Economists and psychologists have, on the whole, exhibited sharply different perspectives on the elicitation of preferences. Economists, who have made preference the central primitive in their thinking about human behavior, have for the most part rejected elicitation and have instead sought to infer preferences from observations of choice behavior. Psychologists, who have tended to think of preference as a context-determined subjective construct, have embraced elicitation as their dominant approach to measurement. This volume, based on a symposium organized by Daniel McFadden at the University of California at Berkeley, provides a provocative and constructive engagement between economists and psychologists on the elicitation of preferences.
The 1979 International Seminar on Political Terrorism brought together
top academic experts on the subject of terrorism and key public officials
from several countries who are involved in combating it. This book contains
lectures and discussions that took place during that conference, held in
Tel-Aviv. Publication has been delayed for several reasons, in themselves
unimportant. Yet, it is astonishing to realize that the material in this book
remains so highly relevant several years after it was written. The very
same questions which occupied the participants' attention then remain at
the center of public interest and decision makers' concerns today.
In Leaderless Jihad, Sageman rejects the views that place responsibility for terrorism on society or a flawed, predisposed individual. Instead, he argues, the individual, outside influence, and group dynamics come together in a four-step process through which Muslim youth become radicalized.
Leaderless Jihad offers a ray of hope. Drawing on historical analogies, Sageman argues that the zeal of jihadism is self-terminating; eventually its followers will turn away from violence as a means of expressing their discontent. The book concludes with Sageman's recommendations for the application of his research to counterterrorism law enforcement efforts.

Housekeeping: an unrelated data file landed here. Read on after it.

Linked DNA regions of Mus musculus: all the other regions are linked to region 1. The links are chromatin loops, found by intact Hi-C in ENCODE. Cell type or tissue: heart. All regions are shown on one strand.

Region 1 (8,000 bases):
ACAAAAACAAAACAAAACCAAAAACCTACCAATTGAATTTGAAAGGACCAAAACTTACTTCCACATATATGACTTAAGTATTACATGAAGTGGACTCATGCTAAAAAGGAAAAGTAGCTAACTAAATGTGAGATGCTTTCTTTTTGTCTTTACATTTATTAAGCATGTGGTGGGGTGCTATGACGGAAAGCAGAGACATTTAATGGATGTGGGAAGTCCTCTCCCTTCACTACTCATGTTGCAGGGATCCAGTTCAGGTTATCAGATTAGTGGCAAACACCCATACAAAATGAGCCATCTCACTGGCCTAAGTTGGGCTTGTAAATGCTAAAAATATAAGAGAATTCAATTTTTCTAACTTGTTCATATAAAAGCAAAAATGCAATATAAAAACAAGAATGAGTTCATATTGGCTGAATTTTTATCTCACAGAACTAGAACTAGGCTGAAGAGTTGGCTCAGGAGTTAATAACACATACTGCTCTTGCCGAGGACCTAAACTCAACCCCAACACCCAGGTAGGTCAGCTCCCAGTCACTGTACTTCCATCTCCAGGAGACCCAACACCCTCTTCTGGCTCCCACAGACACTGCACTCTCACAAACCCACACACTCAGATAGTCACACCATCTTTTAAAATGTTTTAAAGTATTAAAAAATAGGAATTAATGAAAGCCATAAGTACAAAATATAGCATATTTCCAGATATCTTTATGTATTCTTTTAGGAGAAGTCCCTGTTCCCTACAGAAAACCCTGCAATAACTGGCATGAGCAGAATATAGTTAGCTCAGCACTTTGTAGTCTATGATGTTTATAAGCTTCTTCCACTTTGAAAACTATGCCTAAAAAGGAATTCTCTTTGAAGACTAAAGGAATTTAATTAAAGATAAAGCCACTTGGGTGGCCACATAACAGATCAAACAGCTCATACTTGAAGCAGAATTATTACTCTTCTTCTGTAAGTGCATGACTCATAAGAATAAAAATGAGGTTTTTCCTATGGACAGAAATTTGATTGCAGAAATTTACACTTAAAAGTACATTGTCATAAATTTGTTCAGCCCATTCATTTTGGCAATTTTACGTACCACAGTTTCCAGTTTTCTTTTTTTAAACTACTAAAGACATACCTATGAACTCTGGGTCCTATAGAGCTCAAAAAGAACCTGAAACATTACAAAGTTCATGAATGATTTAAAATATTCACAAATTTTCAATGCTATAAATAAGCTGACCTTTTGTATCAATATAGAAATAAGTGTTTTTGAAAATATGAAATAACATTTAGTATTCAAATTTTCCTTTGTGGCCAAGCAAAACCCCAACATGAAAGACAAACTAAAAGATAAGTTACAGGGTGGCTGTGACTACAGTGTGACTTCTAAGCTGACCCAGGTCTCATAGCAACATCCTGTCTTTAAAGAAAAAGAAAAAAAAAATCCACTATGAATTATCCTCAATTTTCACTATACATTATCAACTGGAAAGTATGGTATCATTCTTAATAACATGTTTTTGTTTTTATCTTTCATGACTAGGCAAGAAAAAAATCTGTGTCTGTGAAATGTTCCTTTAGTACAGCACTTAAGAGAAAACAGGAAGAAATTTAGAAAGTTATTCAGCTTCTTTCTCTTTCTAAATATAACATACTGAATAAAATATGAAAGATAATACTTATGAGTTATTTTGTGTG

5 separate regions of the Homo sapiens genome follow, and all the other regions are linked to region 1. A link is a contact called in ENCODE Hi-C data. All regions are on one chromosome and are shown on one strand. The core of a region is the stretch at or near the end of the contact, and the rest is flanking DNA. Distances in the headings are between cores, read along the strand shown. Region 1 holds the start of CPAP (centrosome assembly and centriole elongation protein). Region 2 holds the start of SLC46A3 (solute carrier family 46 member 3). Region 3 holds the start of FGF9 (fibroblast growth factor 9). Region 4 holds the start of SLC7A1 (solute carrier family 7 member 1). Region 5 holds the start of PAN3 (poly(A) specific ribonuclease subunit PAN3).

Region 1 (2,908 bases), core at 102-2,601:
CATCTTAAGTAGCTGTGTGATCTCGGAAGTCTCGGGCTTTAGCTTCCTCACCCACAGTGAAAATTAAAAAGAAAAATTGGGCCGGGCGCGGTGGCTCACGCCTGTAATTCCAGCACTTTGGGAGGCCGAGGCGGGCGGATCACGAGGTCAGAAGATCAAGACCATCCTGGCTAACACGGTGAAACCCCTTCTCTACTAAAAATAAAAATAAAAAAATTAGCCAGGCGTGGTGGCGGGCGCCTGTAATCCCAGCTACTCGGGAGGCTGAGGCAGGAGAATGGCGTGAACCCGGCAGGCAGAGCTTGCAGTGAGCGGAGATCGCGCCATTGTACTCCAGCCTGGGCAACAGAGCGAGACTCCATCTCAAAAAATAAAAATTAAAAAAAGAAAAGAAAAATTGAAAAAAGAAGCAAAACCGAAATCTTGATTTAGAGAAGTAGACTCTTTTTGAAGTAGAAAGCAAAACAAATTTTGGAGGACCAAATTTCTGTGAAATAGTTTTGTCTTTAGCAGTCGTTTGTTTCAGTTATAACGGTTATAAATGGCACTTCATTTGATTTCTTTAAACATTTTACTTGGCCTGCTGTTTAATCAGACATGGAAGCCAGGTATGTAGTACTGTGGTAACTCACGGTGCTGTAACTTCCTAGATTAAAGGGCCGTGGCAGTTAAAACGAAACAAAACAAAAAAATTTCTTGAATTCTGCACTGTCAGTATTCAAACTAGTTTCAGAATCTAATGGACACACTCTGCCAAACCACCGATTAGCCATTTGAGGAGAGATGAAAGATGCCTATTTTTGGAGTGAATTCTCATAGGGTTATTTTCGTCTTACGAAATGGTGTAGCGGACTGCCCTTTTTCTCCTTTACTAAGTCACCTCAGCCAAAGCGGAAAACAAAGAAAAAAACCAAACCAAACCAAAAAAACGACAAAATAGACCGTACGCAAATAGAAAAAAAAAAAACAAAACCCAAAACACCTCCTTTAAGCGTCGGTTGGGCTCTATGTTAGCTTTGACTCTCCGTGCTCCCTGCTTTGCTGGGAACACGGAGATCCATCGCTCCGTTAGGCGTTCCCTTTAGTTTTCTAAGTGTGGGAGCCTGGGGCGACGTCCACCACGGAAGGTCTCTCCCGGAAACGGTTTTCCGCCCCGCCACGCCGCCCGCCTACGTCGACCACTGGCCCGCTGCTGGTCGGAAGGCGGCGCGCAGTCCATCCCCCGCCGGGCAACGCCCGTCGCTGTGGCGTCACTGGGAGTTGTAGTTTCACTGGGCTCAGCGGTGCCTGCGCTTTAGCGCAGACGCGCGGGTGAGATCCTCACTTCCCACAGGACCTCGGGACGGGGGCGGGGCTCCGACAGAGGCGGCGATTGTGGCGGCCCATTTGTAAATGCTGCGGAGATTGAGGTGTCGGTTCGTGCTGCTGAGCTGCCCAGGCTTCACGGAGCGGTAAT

Understanding Terror Networks combines Sageman's scrutiny of sources, personal acquaintance with Islamic fundamentalists, deep appreciation of history, and effective application of network theory, modeling, and forensic psychology. Sageman's unique research allows him to go beyond available academic studies, which are light on facts, and journalistic narratives, which are devoid of theory. The result is a profound contribution to our understanding of the perpetrators of 9/11 that has practical implications for the war on terror.
"One of the most original and innovative social science studies ever conducted on how individuals are driven to join terrorist organizations." - ForeWord Magazine
Unmasking Terror is a critical tool that helps today's domestic and international thought leaders better understand and address current trends in terrorism. -- --The Honorable Tom Ridge, First Secretary of Department of Homeland Security
The Unmasking Terror series provides unique and insightful analysis, and continues to prove extremely useful as we work all the elements of national power to counter terrorism. -- --General Joseph Ralston (Ret.), Former NATO Supreme Allied Commander Europe (SACEUR) and the former Vice-Chairman of the Joint Chiefs of Staff